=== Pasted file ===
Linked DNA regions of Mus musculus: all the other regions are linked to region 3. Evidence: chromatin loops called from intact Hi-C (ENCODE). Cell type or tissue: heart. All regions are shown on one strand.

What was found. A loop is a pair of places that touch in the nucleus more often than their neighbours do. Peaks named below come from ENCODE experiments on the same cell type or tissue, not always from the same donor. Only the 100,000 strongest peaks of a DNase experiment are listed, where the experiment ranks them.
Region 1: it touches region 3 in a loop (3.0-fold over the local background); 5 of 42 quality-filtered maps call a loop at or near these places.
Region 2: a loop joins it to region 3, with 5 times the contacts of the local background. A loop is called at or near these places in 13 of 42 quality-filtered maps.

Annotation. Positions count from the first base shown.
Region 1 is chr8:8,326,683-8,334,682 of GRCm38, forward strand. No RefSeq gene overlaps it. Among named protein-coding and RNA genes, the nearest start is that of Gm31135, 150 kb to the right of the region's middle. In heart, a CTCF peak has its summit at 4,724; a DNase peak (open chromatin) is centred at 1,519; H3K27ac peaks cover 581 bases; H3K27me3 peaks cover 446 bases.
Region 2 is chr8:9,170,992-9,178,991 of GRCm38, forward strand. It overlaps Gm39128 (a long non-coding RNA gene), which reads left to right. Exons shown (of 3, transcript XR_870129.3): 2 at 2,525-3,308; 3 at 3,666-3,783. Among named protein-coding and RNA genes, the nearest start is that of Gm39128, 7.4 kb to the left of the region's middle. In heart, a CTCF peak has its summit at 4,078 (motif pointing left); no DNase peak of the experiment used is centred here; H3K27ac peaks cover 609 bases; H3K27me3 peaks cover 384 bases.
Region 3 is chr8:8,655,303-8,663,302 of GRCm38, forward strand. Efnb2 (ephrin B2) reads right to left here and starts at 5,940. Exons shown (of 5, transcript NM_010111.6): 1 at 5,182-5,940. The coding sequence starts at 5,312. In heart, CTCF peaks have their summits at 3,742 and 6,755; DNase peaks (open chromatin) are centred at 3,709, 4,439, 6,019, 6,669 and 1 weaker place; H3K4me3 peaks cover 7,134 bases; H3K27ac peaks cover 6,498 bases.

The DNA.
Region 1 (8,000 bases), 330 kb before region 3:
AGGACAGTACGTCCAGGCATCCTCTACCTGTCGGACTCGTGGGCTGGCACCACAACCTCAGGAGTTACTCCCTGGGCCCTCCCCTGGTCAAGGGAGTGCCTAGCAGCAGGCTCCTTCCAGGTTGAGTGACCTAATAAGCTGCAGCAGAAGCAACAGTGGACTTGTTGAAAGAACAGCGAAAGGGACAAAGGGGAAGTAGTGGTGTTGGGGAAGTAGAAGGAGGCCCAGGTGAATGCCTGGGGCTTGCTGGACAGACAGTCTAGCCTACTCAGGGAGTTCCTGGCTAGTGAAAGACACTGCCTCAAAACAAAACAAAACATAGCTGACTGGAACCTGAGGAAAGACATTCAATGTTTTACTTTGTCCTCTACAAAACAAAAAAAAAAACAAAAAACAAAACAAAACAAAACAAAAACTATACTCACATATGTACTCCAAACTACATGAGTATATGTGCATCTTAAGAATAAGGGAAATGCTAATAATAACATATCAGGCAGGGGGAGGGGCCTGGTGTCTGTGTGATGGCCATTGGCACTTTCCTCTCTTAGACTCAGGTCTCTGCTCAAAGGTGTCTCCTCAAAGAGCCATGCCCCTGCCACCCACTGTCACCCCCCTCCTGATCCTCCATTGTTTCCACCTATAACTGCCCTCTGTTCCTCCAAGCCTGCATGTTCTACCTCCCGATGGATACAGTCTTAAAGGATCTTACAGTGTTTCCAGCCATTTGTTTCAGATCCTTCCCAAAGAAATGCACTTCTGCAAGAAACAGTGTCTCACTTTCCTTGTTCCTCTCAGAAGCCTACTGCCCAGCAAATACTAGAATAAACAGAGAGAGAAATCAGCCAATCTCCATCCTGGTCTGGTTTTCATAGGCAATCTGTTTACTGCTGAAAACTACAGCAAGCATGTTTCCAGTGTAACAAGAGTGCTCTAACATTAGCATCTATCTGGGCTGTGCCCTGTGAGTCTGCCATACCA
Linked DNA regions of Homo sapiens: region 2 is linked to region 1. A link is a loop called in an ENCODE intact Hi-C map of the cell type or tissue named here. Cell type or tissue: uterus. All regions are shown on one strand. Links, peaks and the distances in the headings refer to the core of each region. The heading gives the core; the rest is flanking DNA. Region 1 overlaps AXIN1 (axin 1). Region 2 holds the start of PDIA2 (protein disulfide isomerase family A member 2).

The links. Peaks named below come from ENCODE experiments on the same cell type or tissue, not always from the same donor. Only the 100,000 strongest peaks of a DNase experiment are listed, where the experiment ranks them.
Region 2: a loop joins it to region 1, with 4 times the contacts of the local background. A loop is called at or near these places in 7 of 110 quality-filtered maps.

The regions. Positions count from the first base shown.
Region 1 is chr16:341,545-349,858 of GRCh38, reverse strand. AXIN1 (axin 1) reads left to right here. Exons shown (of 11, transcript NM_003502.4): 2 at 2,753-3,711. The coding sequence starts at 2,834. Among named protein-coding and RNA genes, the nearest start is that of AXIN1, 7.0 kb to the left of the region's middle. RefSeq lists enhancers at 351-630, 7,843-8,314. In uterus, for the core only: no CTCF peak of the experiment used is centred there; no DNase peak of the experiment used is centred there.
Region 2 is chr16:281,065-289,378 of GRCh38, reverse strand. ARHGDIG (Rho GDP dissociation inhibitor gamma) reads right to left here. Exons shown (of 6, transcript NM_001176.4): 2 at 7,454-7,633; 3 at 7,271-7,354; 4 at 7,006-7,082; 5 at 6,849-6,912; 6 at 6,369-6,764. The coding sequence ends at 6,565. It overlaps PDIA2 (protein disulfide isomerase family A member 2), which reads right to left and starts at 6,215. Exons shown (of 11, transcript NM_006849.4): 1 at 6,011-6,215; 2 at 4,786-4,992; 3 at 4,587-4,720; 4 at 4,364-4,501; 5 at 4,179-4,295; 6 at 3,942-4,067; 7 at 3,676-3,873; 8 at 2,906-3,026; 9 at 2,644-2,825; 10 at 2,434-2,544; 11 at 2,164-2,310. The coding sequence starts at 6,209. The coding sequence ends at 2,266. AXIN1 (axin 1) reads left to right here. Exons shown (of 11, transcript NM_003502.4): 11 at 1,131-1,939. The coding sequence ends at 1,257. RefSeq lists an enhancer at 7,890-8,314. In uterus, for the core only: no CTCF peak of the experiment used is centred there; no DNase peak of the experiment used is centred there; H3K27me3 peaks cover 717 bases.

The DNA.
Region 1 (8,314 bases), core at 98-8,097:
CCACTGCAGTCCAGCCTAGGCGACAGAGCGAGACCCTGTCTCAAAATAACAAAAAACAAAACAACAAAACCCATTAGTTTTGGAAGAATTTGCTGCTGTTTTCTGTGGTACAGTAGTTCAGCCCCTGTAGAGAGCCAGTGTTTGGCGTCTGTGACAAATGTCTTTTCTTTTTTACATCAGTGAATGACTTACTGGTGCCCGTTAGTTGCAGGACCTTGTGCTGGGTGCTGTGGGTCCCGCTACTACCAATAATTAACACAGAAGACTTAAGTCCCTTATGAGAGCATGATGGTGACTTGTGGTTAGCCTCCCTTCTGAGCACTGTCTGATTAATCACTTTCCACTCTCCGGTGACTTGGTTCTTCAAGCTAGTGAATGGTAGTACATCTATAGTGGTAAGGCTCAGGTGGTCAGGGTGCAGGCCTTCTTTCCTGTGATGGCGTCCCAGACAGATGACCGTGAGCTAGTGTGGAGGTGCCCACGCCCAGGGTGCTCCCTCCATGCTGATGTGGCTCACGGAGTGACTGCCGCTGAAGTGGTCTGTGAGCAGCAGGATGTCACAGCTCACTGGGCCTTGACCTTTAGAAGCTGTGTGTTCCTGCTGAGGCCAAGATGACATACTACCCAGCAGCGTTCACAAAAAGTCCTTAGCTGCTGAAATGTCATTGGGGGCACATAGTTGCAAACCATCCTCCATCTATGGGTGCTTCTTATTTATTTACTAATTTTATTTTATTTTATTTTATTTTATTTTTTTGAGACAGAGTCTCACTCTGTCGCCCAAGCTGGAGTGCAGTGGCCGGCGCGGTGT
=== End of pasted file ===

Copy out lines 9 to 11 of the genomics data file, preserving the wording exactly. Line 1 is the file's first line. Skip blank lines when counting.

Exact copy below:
The DNA.
Region 1 (8,000 bases), 330 kb before region 3:
AGGACAGTACGTCCAGGCATCCTCTACCTGTCGGACTCGTGGGCTGGCACCACAACCTCAGGAGTTACTCCCTGGGCCCTCCCCTGGTCAAGGGAGTGCCTAGCAGCAGGCTCCTTCCAGGTTGAGTGACCTAATAAGCTGCAGCAGAAGCAACAGTGGACTTGTTGAAAGAACAGCGAAAGGGACAAAGGGGAAGTAGTGGTGTTGGGGAAGTAGAAGGAGGCCCAGGTGAATGCCTGGGGCTTGCTGGACAGACAGTCTAGCCTACTCAGGGAGTTCCTGGCTAGTGAAAGACACTGCCTCAAAACAAAACAAAACATAGCTGACTGGAACCTGAGGAAAGACATTCAATGTTTTACTTTGTCCTCTACAAAACAAAAAAAAAAACAAAAAACAAAACAAAACAAAACAAAAACTATACTCACATATGTACTCCAAACTACATGAGTATATGTGCATCTTAAGAATAAGGGAAATGCTAATAATAACATATCAGGCAGGGGGAGGGGCCTGGTGTCTGTGTGATGGCCATTGGCACTTTCCTCTCTTAGACTCAGGTCTCTGCTCAAAGGTGTCTCCTCAAAGAGCCATGCCCCTGCCACCCACTGTCACCCCCCTCCTGATCCTCCATTGTTTCCACCTATAACTGCCCTCTGTTCCTCCAAGCCTGCATGTTCTACCTCCCGATGGATACAGTCTTAAAGGATCTTACAGTGTTTCCAGCCATTTGTTTCAGATCCTTCCCAAAGAAATGCACTTCTGCAAGAAACAGTGTCTCACTTTCCTTGTTCCTCTCAGAAGCCTACTGCCCAGCAAATACTAGAATAAACAGAGAGAGAAATCAGCCAATCTCCATCCTGGTCTGGTTTTCATAGGCAATCTGTTTACTGCTGAAAACTACAGCAAGCATGTTTCCAGTGTAACAAGAGTGCTCTAACATTAGCATCTATCTGGGCTGTGCCCTGTGAGTCTGCCATACCA